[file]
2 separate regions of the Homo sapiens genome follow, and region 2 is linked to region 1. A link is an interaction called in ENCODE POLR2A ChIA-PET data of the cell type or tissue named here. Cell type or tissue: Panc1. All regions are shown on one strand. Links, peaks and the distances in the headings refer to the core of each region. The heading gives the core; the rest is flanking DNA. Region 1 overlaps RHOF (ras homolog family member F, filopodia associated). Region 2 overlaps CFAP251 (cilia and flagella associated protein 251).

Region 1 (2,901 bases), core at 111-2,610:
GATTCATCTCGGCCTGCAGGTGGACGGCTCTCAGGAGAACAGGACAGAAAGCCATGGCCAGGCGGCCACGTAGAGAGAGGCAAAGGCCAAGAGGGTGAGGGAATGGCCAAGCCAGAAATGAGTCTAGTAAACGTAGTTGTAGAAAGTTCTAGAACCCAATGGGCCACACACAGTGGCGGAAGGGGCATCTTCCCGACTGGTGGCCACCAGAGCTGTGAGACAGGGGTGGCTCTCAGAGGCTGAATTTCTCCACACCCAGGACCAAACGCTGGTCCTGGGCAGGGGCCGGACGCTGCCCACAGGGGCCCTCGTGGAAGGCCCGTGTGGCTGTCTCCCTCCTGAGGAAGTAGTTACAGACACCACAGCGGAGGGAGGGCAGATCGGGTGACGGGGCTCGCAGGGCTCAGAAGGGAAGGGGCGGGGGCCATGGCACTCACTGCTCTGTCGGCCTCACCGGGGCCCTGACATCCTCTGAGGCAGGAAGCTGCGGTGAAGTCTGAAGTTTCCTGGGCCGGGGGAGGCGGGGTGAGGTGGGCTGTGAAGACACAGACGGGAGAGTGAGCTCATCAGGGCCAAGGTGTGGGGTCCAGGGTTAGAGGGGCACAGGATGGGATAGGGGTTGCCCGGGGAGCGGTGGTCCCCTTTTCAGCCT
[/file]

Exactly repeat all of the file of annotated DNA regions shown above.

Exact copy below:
2 separate regions of the Homo sapiens genome follow, and region 2 is linked to region 1. A link is an interaction called in ENCODE POLR2A ChIA-PET data of the cell type or tissue named here. Cell type or tissue: Panc1. All regions are shown on one strand. Links, peaks and the distances in the headings refer to the core of each region. The heading gives the core; the rest is flanking DNA. Region 1 overlaps RHOF (ras homolog family member F, filopodia associated). Region 2 overlaps CFAP251 (cilia and flagella associated protein 251).

Region 1 (2,901 bases), core at 111-2,610:
GATTCATCTCGGCCTGCAGGTGGACGGCTCTCAGGAGAACAGGACAGAAAGCCATGGCCAGGCGGCCACGTAGAGAGAGGCAAAGGCCAAGAGGGTGAGGGAATGGCCAAGCCAGAAATGAGTCTAGTAAACGTAGTTGTAGAAAGTTCTAGAACCCAATGGGCCACACACAGTGGCGGAAGGGGCATCTTCCCGACTGGTGGCCACCAGAGCTGTGAGACAGGGGTGGCTCTCAGAGGCTGAATTTCTCCACACCCAGGACCAAACGCTGGTCCTGGGCAGGGGCCGGACGCTGCCCACAGGGGCCCTCGTGGAAGGCCCGTGTGGCTGTCTCCCTCCTGAGGAAGTAGTTACAGACACCACAGCGGAGGGAGGGCAGATCGGGTGACGGGGCTCGCAGGGCTCAGAAGGGAAGGGGCGGGGGCCATGGCACTCACTGCTCTGTCGGCCTCACCGGGGCCCTGACATCCTCTGAGGCAGGAAGCTGCGGTGAAGTCTGAAGTTTCCTGGGCCGGGGGAGGCGGGGTGAGGTGGGCTGTGAAGACACAGACGGGAGAGTGAGCTCATCAGGGCCAAGGTGTGGGGTCCAGGGTTAGAGGGGCACAGGATGGGATAGGGGTTGCCCGGGGAGCGGTGGTCCCCTTTTCAGCCT